USC signs star-studded class, also loses a few
Although Southern California signed another loaded recruiting
class Wednesday, the Trojans were left lamenting the talent that
USC formally added 13 players on national signing day, including
seven elite prospects who already enrolled last month as freshmen.
The recruiting class is even smaller than the limits imposed by
NCAA sanctions, which are still hampering the Trojans’ recruiting
efforts through next season.
”If you’re only going to sign 13, our top 13 are better than
anybody else’s top 13, and I don’t think anybody can argue that,”
coach Lane Kiffin said.
Yet even while lauding another class stacked with five-star
recruits, Kiffin acknowledged he didn’t get everybody he wanted,
losing players to a combination of the Trojans’ NCAA problems,
their awful 2012 season, Kiffin’s own job uncertainty and the usual
caprices of teenagers choosing colleges.
”When you go big-game fishing, you’re not going to get a lot of
them, but you’re going to get some really good guys,” Kiffin said.
”They’re the cream of the crop – impact players.”
Kiffin and star recruiter Ed Orgeron led the effort to ink
several high schoolers ranked among the nation’s best at their
positions, including quarterback Max Browne, defensive lineman
Kenny Bigelow and safeties Su’a Cravens and Leon McQuay III.
They’re already enrolled at USC along with defensive back Chris
Hawkins, tailback Justin Davis and receiver Darreus Rogers, a
signee from last February who needed a year to get eligible.
USC added six incoming freshmen Wednesday, headlined by elite
offensive lineman Nico Falah from nearby Bellflower, Calif. The
group also includes tailback Ty Isaac, receiver Steven Mitchell,
offensive lineman Khaliel Rodgers and linebackers Michael Hutchings
and Quinton Powell.
”We think that these players can come in right away and help
us,” Kiffin said. ”Probably a couple of them will start. We
obviously have some holes to fill. We’ve been on them for a long
time. It’s not a ton of guys, but I don’t feel like we reached,
either. We took players that are able to perform at this
Falah’s commitment to the Trojans apparently wavered late in the
process, but he stuck with USC – unlike cornerback Jalen Ramsey,
defensive end Jason Hatcher, defensive end Torrodney Prevot, safety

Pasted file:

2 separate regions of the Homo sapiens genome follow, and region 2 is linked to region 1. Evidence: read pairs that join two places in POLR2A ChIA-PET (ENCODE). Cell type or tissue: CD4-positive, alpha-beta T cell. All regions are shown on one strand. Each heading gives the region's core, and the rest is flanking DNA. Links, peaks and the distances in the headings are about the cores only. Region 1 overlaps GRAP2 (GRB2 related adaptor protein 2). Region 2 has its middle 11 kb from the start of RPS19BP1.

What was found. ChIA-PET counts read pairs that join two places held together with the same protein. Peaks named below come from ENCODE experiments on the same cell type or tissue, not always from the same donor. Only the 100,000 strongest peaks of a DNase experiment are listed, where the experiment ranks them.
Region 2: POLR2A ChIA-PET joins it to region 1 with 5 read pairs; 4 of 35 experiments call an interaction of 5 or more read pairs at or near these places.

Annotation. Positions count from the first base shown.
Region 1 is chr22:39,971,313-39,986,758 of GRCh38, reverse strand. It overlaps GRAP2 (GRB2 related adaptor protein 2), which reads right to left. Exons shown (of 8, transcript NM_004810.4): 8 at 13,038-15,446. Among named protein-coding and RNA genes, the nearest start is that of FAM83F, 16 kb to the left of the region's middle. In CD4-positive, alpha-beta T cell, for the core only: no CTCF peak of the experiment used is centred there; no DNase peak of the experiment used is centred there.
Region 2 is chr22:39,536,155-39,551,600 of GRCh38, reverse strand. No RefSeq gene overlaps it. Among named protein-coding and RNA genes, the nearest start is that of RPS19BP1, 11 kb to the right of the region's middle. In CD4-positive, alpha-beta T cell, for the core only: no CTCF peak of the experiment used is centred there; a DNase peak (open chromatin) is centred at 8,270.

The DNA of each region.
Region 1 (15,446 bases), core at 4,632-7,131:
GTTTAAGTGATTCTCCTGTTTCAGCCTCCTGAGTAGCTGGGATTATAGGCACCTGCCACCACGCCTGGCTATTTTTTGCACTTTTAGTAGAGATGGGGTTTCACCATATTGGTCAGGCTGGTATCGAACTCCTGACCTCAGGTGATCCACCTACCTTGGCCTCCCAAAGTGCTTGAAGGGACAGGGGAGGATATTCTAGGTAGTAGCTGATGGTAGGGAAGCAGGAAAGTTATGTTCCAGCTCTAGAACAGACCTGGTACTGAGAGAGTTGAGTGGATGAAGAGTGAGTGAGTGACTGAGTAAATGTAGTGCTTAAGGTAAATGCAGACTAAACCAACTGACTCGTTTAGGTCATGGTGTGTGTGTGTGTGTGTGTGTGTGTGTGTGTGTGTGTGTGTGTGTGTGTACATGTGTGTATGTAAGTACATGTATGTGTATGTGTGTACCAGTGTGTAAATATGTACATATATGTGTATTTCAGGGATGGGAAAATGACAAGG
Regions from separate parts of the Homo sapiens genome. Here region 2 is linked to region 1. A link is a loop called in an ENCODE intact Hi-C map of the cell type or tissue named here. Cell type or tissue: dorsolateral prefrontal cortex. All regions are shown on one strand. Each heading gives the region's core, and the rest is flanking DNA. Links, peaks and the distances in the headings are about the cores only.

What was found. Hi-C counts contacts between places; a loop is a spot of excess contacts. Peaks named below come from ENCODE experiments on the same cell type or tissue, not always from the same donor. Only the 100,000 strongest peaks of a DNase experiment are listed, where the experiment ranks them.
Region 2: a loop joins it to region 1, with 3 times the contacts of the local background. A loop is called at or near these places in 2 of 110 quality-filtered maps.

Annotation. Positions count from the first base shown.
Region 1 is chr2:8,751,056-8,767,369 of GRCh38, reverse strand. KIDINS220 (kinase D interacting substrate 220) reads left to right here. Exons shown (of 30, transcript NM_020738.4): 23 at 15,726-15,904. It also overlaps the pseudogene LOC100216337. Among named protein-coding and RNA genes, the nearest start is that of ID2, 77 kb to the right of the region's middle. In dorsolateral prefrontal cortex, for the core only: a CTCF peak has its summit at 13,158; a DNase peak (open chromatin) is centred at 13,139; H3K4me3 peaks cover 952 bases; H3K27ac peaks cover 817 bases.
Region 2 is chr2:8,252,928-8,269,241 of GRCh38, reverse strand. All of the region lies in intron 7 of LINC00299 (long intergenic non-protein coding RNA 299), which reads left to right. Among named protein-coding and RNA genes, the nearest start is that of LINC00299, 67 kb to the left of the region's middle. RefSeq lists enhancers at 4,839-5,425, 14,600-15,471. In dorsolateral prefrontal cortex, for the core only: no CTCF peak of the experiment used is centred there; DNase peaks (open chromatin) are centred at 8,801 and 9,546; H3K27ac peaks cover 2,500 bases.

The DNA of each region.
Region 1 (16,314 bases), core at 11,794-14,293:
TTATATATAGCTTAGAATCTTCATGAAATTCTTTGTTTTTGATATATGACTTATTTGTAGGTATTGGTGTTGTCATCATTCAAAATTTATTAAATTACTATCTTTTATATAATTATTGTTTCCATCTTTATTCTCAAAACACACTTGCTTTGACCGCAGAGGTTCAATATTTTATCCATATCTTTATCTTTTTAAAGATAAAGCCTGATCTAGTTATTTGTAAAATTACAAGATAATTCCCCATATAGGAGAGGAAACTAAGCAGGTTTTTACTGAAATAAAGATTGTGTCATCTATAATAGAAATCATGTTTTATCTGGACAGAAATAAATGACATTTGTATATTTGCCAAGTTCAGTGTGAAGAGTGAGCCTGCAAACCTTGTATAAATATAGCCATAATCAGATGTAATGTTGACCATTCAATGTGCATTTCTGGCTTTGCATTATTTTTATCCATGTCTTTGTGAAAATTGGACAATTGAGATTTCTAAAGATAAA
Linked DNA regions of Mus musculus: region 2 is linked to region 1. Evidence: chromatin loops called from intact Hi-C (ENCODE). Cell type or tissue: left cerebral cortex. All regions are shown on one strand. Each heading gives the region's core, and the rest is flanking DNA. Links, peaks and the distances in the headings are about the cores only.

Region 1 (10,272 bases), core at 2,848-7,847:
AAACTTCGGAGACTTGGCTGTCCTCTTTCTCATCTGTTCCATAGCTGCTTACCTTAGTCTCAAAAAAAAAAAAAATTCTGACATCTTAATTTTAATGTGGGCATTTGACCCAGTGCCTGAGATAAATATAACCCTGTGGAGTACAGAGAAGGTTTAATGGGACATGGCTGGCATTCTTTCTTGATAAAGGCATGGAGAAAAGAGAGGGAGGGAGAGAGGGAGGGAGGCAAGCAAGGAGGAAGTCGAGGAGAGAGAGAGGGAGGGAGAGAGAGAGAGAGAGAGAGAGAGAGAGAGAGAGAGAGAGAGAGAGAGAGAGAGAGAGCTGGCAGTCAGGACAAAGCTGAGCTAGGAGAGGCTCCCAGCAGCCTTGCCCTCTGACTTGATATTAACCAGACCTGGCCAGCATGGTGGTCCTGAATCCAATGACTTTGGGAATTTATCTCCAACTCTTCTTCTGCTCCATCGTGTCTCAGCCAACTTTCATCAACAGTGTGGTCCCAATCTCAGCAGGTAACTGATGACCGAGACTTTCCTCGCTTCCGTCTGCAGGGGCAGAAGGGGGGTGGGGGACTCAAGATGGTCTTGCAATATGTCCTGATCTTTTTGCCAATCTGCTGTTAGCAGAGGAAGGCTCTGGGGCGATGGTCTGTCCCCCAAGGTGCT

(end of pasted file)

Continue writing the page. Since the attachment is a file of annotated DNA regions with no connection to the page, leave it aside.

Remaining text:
Max Redfield and defensive tackle Eddie Vanderdoes, who all
committed to USC earlier in the recruiting process before heading
”As you look at college football recruiting, commitment means
less and less,” said Kiffin, who left Tennessee for USC three
years ago after 14 months in charge of the Volunteers. ”It’s kind
of not cool anymore to be an early commit.”
Kiffin cited several reasons for the Trojans’ recruiting losses,
including their ”really bad season” featuring USC’s fall from the
preseason No. 1 ranking to a 7-6 record and an ignominious loss to
Georgia Tech in the Sun Bowl. Kiffin realizes his own job
uncertainty put doubt in recruits’ minds, given the criticism he
received from fans and alumni for the performance of a team
featuring Matt Barkley, Robert Woods, Marqise Lee and a
”We didn’t help. You go 7-6 and finish the way we did, it’s not
going to help our energy,” Kiffin said. ”It gave other schools
more time to catch up to us and pass us in some cases.”
Although the Trojans cited their scholarship restrictions as a
factor in many of last season’s woes, cutting into the depth that
was exposed during their late-season fade, Kiffin elected not to
sign less-heralded players to fill out the USC roster after those
big names decommitted. Kiffin won’t stop looking for late recruits,
but USC apparently won’t fill its five available scholarships.
The Trojans’ small class has an added benefit, however: USC can
sign 20 players in 2014, five over its NCAA-mandated limit in the
final year of severe scholarship restrictions.
”We just made a decision that we’d rather have those spots for
next year and sign 20 next year,” Kiffin said.